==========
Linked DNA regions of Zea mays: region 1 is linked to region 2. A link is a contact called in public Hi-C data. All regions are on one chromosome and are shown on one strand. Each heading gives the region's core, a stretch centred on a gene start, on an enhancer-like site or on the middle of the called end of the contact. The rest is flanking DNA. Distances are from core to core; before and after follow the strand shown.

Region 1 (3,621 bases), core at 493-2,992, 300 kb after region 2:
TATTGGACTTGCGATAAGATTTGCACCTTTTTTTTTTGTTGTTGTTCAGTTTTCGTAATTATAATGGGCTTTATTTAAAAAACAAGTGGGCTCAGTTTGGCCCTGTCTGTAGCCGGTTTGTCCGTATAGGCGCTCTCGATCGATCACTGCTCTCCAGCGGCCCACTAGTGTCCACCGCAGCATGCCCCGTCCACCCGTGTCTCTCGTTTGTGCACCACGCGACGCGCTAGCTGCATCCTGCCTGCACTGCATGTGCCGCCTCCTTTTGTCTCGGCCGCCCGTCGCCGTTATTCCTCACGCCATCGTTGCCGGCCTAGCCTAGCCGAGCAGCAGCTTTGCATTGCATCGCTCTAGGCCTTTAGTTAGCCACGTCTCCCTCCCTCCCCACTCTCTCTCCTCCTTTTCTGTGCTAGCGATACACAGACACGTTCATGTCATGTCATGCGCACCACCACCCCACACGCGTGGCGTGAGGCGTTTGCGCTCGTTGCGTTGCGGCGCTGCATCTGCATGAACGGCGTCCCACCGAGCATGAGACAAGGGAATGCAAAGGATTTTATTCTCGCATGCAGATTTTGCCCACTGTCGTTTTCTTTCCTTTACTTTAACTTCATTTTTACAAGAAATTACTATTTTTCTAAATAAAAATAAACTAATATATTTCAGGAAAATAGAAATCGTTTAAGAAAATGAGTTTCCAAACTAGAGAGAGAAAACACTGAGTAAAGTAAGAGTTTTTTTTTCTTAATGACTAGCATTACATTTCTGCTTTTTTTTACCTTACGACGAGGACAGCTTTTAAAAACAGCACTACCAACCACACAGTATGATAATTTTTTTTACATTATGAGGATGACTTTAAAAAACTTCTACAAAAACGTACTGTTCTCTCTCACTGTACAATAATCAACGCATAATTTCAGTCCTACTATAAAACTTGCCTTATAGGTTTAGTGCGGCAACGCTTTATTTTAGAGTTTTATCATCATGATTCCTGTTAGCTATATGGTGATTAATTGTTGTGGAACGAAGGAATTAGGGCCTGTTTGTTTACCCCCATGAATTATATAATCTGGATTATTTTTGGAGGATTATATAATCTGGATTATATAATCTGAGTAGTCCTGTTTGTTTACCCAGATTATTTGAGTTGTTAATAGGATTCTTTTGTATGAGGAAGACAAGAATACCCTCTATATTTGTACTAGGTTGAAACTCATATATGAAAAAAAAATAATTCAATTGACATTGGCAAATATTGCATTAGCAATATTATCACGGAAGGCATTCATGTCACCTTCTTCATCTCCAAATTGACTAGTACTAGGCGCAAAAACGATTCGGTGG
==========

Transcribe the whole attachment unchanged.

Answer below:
Linked DNA regions of Zea mays: region 1 is linked to region 2. A link is a contact called in public Hi-C data. All regions are on one chromosome and are shown on one strand. Each heading gives the region's core, a stretch centred on a gene start, on an enhancer-like site or on the middle of the called end of the contact. The rest is flanking DNA. Distances are from core to core; before and after follow the strand shown.

Region 1 (3,621 bases), core at 493-2,992, 300 kb after region 2:
TATTGGACTTGCGATAAGATTTGCACCTTTTTTTTTTGTTGTTGTTCAGTTTTCGTAATTATAATGGGCTTTATTTAAAAAACAAGTGGGCTCAGTTTGGCCCTGTCTGTAGCCGGTTTGTCCGTATAGGCGCTCTCGATCGATCACTGCTCTCCAGCGGCCCACTAGTGTCCACCGCAGCATGCCCCGTCCACCCGTGTCTCTCGTTTGTGCACCACGCGACGCGCTAGCTGCATCCTGCCTGCACTGCATGTGCCGCCTCCTTTTGTCTCGGCCGCCCGTCGCCGTTATTCCTCACGCCATCGTTGCCGGCCTAGCCTAGCCGAGCAGCAGCTTTGCATTGCATCGCTCTAGGCCTTTAGTTAGCCACGTCTCCCTCCCTCCCCACTCTCTCTCCTCCTTTTCTGTGCTAGCGATACACAGACACGTTCATGTCATGTCATGCGCACCACCACCCCACACGCGTGGCGTGAGGCGTTTGCGCTCGTTGCGTTGCGGCGCTGCATCTGCATGAACGGCGTCCCACCGAGCATGAGACAAGGGAATGCAAAGGATTTTATTCTCGCATGCAGATTTTGCCCACTGTCGTTTTCTTTCCTTTACTTTAACTTCATTTTTACAAGAAATTACTATTTTTCTAAATAAAAATAAACTAATATATTTCAGGAAAATAGAAATCGTTTAAGAAAATGAGTTTCCAAACTAGAGAGAGAAAACACTGAGTAAAGTAAGAGTTTTTTTTTCTTAATGACTAGCATTACATTTCTGCTTTTTTTTACCTTACGACGAGGACAGCTTTTAAAAACAGCACTACCAACCACACAGTATGATAATTTTTTTTACATTATGAGGATGACTTTAAAAAACTTCTACAAAAACGTACTGTTCTCTCTCACTGTACAATAATCAACGCATAATTTCAGTCCTACTATAAAACTTGCCTTATAGGTTTAGTGCGGCAACGCTTTATTTTAGAGTTTTATCATCATGATTCCTGTTAGCTATATGGTGATTAATTGTTGTGGAACGAAGGAATTAGGGCCTGTTTGTTTACCCCCATGAATTATATAATCTGGATTATTTTTGGAGGATTATATAATCTGGATTATATAATCTGAGTAGTCCTGTTTGTTTACCCAGATTATTTGAGTTGTTAATAGGATTCTTTTGTATGAGGAAGACAAGAATACCCTCTATATTTGTACTAGGTTGAAACTCATATATGAAAAAAAAATAATTCAATTGACATTGGCAAATATTGCATTAGCAATATTATCACGGAAGGCATTCATGTCACCTTCTTCATCTCCAAATTGACTAGTACTAGGCGCAAAAACGATTCGGTGG